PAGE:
The Meccan pilgrimage became increasingly the goal of the pious Moslem and for many years the East Indies were the largest contributors to the annual Hajj, Sometimes a village would raise a fund by subscription to send one of their number, the merit of his pilgrimage being considered as belonging to all. As
early as 1858, 3,862 pilgrims left these islands, the highest number being reached in 1926-7 when there were 52,412. Economic depression cut down the number thereafter,
In recent years Javanese Islam has felt the influence of various
reform movements, which may merely be mentioned in passing.
Those include the Modernist movement from Egypt, a movement
to purge Islam of mysticism, reverence for saints and relics, etc.,
and to adapt it to modem science and technology by returning to
the pristine Koran. There has come the Mohammediyah Society,
patterned after Christian missions and working for the spread of
education, the care of the poor and sick, and a deeper and purer
faith and life, and the Ahmadiyah movement from India causing
bitter controversy and division. (p338)
As the Dutch Republic regarded the promotion of Christianity
as one of its duties, from the very beginning the East Indies Church
was part of the activities of the East India Company. Converts to
Christianity were recognized as citizens and given preferential
treatment, conversion being recognized as a sort of naturalization
process entitling the convert to many privileges of the rulers.
In the beginning of the nineteenth century the Dutch Government
took over from the East India Company and has tended to be
more neutral in religious matters. The tax and other restrictions on
pilgrimage were abolished as far back as 1852, and a policy of strict
neutrality adopted. However, administrative control of the East
Indian Church continued until 1935, when a separation of church
and state was brought about as a result of growing opposition by
both Moslems and Christians, and in conformity with protests and
actions by the’volksraad. The subsidies the government had been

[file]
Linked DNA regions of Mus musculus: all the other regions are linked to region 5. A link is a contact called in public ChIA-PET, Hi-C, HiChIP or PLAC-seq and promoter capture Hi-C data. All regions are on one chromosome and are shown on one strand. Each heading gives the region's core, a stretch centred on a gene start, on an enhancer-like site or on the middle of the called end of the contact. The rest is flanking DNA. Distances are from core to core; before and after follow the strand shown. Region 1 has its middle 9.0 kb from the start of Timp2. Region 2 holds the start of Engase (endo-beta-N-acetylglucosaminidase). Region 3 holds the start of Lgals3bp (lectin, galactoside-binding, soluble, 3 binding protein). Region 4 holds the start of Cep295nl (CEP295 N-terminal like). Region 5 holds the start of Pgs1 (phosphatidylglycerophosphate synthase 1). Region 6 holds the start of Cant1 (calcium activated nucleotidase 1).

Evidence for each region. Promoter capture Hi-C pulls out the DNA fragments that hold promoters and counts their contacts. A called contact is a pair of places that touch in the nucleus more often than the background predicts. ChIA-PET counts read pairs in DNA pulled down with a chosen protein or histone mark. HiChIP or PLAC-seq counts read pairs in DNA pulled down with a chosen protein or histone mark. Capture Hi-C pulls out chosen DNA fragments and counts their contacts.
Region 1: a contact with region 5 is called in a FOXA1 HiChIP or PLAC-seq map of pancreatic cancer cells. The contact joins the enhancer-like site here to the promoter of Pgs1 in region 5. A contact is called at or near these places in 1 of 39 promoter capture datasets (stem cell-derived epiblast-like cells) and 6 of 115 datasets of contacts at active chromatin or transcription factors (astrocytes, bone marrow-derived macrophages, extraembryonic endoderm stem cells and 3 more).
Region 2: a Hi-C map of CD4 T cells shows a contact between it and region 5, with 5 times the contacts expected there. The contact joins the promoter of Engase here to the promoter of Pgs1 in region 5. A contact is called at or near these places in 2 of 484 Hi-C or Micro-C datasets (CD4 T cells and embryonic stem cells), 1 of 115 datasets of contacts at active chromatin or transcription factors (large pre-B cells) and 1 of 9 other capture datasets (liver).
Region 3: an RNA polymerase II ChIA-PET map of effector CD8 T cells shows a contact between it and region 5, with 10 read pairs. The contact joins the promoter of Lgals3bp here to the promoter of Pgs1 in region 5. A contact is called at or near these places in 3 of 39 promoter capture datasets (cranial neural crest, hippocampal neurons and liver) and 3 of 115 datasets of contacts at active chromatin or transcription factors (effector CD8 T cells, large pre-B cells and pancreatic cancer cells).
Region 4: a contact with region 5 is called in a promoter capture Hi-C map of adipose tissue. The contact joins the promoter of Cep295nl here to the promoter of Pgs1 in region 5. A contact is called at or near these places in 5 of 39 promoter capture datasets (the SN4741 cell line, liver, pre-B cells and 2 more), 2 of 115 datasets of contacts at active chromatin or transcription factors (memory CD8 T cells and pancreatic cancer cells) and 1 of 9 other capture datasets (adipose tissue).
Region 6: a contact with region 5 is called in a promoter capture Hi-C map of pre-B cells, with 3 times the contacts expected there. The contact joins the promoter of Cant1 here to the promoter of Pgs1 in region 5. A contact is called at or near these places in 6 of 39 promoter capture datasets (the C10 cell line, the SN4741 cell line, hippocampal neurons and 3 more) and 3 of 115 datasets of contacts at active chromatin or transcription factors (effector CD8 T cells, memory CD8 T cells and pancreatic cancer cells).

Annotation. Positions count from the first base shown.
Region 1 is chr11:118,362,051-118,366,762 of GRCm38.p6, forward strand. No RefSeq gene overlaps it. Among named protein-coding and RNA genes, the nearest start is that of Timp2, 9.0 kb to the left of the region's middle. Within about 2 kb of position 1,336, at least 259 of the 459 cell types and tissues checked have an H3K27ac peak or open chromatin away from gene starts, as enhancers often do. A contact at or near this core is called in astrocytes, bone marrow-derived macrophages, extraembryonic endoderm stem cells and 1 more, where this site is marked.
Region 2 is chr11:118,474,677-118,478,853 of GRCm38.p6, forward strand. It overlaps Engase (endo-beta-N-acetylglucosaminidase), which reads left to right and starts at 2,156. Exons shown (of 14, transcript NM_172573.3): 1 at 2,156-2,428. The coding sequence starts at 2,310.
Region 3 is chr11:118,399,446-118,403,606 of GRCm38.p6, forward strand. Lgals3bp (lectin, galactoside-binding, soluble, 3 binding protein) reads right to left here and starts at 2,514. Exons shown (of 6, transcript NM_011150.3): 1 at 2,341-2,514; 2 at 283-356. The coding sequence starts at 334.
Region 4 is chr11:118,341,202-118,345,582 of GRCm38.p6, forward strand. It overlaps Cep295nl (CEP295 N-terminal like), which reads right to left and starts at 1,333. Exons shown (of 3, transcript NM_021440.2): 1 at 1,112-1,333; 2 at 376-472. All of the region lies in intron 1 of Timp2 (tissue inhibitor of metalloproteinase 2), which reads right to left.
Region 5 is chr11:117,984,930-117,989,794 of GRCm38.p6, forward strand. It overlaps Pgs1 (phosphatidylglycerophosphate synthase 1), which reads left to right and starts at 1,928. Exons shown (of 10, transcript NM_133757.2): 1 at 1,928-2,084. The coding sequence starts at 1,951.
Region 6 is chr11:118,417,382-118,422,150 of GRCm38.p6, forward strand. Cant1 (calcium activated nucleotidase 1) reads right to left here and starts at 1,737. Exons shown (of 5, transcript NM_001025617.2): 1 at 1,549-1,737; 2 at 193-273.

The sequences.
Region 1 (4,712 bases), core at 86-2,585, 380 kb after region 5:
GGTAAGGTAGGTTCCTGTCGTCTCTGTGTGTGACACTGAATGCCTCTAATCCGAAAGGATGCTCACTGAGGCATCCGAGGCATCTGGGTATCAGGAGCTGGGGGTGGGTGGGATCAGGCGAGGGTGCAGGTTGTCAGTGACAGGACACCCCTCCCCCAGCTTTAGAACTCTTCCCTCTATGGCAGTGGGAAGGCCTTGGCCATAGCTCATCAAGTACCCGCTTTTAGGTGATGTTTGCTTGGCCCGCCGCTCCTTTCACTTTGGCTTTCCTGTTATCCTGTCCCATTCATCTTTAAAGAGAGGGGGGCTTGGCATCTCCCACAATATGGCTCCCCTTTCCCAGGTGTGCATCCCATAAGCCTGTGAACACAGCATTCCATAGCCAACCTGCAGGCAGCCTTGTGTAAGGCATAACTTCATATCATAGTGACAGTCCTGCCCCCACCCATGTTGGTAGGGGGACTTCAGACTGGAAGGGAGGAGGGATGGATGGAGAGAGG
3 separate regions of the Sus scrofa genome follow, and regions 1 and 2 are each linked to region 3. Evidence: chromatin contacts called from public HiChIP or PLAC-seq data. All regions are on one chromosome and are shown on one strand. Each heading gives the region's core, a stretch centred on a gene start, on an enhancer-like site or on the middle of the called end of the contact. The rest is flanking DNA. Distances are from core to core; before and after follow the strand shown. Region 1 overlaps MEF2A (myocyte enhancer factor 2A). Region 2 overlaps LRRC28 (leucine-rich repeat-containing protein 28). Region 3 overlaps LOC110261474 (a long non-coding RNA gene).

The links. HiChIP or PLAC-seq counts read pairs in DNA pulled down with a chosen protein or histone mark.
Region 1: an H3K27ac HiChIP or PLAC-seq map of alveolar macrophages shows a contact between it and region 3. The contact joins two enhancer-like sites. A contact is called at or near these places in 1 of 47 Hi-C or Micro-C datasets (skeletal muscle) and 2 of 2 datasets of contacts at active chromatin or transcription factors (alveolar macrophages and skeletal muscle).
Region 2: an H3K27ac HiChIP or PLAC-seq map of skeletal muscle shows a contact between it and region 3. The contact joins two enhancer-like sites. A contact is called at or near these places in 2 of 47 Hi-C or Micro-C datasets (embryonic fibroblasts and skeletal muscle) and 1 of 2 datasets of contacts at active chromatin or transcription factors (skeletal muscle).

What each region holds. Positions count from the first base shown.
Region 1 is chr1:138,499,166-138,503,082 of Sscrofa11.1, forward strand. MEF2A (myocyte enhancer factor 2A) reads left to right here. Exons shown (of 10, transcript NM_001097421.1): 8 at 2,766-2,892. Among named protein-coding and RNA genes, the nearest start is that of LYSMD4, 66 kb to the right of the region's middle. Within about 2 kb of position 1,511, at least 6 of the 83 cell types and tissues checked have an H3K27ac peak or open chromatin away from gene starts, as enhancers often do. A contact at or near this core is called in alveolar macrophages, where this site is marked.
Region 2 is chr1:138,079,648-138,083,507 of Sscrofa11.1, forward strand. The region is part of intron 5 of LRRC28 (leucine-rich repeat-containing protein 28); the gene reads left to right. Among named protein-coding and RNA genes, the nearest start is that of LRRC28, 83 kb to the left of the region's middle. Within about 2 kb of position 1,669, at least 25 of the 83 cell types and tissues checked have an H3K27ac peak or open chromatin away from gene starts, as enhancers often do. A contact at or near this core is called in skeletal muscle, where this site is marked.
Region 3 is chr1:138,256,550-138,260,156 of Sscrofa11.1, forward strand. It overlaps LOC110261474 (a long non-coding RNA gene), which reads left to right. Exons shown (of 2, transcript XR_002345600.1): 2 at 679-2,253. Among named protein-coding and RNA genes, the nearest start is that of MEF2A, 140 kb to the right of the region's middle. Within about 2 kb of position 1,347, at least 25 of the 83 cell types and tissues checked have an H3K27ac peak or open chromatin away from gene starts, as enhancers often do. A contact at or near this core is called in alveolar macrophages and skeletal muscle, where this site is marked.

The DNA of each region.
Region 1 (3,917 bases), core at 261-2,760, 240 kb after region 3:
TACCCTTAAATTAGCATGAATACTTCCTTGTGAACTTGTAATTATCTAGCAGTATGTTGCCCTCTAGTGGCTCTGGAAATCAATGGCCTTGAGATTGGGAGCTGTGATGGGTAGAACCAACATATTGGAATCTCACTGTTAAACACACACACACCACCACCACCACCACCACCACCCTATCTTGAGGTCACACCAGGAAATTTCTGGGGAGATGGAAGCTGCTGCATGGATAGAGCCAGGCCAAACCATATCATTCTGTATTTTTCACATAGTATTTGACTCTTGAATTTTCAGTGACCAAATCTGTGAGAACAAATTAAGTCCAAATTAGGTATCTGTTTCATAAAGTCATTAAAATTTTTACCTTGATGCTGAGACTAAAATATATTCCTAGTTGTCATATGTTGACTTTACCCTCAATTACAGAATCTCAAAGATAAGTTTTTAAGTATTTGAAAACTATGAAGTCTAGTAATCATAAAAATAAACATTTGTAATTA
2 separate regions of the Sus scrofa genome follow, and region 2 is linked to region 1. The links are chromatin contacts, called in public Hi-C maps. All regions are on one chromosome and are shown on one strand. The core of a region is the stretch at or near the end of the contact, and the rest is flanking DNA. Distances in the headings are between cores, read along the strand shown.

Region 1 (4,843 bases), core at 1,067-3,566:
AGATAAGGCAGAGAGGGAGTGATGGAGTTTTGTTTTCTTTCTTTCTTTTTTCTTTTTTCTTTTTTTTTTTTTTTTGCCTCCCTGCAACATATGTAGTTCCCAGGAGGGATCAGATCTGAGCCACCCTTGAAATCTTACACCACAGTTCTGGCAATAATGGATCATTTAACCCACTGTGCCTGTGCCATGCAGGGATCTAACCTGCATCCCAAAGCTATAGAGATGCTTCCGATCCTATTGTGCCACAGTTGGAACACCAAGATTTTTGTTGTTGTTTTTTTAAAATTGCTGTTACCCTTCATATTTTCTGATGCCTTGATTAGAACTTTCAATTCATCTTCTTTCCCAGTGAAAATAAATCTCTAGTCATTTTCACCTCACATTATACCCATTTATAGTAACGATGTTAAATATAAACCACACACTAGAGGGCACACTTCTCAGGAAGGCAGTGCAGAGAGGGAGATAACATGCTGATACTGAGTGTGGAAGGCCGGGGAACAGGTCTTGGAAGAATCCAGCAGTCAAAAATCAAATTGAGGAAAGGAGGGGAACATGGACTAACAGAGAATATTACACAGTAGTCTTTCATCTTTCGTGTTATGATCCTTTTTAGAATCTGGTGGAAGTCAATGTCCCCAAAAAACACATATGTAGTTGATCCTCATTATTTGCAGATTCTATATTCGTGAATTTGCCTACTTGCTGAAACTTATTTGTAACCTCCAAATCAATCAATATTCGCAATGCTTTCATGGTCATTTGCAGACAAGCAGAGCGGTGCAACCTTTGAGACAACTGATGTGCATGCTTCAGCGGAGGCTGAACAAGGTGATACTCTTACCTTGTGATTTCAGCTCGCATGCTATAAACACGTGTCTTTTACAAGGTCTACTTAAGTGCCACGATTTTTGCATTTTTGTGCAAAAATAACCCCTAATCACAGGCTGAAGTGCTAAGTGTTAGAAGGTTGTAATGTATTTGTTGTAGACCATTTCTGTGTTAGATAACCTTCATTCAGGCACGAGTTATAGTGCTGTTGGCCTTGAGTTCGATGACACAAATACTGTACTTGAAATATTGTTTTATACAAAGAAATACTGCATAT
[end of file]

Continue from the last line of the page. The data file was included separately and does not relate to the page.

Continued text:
giving to the churches were to be decreased gradually and abolished
by the end of ten years, or in 1944. The war, of course, interrupted
this program. So while the Moslems are reported as being in general
satisfied with the government policy, still its attitude provides a
far more favorable situation for the Moslem convert than exists in
any land with a Moslem government. And the guarantee by the
Netherlands government of the civil and property rights of all
individuals means that converts do not run the risk of the loss of
property or inheritance rights as they do in many other lands.
The chief missionary agency has been the Mission of the Reformed
Churches, a highly conservative Calvinistic organization, which has
shared the territory with the Salatiga Mission. Their work has made
little impression on the educated classes, but by 1923 there were
5,000 converts from the lower classes. In 1931 an autonomous church
of Central Java was formed with 13,000 converts and in 1942 their
numbers were reported as being 16,000.
However, it is in East Java where the Javanese population is
the least strict in its allegiance to Islam, and where their religion is
more superficial, that Christianity has made the deepest. impression.
Here the Netherlands missionary society has been the chief force
for several generations. By 1911 there were nearly i2,ooo converts
from Islam, a number which had practically doubled by 1931 when
the Independent Church of East Java was formed. This church was
ruled by a Synod of thirty representatives of whom but three were
Europeans. The latest figures indicate that the church now has over
30,000 members, all converts from Islam. The steady growth of the
Protestant church in Java is indicated by the following figures, the
totals being for all three of its areas, the west, central and east. In
1873, a total of 5,000; 1906, 18,000; 1915, 24,000; 1932, 32,000; and
1942, 5o,ooo.’While we have no comparable figures for the Roman
Catholics, their total for 1942 is given as about 27,000.